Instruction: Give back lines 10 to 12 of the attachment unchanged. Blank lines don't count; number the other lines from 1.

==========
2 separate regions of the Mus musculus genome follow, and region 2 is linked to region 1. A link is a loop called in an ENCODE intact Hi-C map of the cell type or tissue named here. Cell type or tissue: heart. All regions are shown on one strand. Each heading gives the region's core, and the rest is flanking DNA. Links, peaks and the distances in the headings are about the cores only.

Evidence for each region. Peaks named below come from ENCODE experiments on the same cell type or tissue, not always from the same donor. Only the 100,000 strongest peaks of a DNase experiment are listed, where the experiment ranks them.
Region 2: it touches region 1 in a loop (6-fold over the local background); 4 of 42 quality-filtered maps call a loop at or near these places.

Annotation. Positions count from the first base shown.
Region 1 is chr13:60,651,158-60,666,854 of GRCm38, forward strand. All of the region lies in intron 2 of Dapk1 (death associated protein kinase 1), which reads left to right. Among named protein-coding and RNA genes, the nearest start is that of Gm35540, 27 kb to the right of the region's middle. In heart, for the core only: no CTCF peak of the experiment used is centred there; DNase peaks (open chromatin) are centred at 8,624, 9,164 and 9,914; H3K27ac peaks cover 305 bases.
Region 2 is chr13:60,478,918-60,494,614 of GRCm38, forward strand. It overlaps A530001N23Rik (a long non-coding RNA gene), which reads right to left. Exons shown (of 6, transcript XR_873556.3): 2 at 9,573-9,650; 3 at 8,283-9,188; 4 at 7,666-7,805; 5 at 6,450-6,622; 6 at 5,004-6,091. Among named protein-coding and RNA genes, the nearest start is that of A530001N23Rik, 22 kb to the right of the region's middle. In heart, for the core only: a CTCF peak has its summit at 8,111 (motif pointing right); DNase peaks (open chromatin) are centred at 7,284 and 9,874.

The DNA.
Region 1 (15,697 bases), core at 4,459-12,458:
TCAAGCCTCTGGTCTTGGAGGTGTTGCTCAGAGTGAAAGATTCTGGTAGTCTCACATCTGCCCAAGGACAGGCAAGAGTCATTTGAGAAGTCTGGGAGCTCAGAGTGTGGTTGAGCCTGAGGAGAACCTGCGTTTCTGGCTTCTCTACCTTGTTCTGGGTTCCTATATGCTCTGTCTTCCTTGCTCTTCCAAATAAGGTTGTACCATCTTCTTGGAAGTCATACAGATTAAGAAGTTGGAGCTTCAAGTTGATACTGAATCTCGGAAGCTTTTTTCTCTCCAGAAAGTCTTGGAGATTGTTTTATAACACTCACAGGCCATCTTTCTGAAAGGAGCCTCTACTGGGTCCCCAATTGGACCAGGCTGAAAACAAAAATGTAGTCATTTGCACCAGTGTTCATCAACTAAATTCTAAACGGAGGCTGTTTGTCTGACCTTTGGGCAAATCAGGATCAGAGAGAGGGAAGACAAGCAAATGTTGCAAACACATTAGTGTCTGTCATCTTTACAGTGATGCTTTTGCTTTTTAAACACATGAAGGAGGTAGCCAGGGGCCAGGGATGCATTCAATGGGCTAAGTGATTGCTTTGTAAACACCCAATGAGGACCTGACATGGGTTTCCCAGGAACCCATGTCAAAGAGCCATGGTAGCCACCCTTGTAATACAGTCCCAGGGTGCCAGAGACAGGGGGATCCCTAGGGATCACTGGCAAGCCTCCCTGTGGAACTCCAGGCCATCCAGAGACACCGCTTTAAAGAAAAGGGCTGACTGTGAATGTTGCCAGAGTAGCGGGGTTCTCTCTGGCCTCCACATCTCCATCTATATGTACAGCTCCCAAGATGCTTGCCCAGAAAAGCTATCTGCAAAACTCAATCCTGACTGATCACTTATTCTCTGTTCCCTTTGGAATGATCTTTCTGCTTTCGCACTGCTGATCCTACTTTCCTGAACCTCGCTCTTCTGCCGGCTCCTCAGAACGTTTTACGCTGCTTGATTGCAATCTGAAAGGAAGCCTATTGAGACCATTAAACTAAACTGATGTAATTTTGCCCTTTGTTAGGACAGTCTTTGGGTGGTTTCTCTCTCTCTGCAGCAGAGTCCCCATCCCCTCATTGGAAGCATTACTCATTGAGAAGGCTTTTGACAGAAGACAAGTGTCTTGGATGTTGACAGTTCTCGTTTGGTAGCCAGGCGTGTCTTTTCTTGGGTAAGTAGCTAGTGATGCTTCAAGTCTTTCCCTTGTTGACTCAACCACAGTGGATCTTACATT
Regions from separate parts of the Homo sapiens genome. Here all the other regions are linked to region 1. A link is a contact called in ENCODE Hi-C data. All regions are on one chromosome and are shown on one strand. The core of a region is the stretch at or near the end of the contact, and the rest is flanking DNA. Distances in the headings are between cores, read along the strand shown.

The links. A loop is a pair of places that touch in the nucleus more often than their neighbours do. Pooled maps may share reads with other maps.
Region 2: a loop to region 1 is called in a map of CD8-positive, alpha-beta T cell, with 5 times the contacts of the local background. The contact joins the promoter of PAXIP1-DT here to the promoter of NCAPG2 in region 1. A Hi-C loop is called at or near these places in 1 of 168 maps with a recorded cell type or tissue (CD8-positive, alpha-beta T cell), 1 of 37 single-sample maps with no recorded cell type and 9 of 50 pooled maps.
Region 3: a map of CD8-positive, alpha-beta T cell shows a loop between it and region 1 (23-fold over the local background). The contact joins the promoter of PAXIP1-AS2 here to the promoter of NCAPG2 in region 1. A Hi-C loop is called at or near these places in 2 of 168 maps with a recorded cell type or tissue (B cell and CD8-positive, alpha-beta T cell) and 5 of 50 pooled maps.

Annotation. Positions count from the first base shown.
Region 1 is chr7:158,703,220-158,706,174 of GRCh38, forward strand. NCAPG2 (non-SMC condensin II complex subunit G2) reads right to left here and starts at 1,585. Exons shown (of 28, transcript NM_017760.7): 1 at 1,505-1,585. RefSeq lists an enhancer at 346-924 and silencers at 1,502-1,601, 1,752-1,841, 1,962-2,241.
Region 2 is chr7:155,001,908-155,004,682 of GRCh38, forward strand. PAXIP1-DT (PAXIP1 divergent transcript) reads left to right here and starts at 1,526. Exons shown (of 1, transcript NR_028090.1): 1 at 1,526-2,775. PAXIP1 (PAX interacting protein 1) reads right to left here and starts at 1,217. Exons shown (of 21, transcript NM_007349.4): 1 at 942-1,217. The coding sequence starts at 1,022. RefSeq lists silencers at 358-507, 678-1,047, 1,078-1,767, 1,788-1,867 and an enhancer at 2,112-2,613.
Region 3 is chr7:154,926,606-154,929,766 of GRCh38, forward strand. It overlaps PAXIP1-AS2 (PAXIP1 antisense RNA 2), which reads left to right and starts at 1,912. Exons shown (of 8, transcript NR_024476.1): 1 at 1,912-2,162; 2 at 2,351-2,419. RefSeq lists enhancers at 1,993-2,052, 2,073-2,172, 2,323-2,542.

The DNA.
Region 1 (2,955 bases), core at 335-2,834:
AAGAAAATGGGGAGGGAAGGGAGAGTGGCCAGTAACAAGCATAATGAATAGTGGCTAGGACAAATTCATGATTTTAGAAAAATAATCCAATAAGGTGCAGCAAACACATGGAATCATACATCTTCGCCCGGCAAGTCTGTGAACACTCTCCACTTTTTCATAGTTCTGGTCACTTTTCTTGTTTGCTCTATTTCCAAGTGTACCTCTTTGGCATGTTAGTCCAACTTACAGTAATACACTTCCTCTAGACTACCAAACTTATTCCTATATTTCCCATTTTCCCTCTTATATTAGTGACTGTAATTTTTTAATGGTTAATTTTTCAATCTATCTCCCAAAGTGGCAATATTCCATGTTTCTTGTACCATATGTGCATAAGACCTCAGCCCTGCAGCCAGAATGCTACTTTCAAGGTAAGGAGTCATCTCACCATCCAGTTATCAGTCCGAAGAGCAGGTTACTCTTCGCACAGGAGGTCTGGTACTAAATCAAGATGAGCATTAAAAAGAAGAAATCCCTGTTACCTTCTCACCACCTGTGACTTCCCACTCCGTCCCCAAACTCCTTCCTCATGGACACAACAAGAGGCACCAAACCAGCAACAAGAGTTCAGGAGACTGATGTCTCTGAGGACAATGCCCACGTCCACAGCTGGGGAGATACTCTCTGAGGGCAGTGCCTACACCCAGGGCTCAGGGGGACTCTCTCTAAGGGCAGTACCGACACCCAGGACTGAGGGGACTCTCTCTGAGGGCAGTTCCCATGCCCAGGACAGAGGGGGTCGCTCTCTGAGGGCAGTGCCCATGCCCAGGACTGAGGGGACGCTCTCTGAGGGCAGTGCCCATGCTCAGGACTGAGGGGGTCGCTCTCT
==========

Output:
Regions from separate parts of the Homo sapiens genome. Here all the other regions are linked to region 1. A link is a contact called in ENCODE Hi-C data. All regions are on one chromosome and are shown on one strand. The core of a region is the stretch at or near the end of the contact, and the rest is flanking DNA. Distances in the headings are between cores, read along the strand shown.

The links. A loop is a pair of places that touch in the nucleus more often than their neighbours do. Pooled maps may share reads with other maps.
Region 2: a loop to region 1 is called in a map of CD8-positive, alpha-beta T cell, with 5 times the contacts of the local background. The contact joins the promoter of PAXIP1-DT here to the promoter of NCAPG2 in region 1. A Hi-C loop is called at or near these places in 1 of 168 maps with a recorded cell type or tissue (CD8-positive, alpha-beta T cell), 1 of 37 single-sample maps with no recorded cell type and 9 of 50 pooled maps.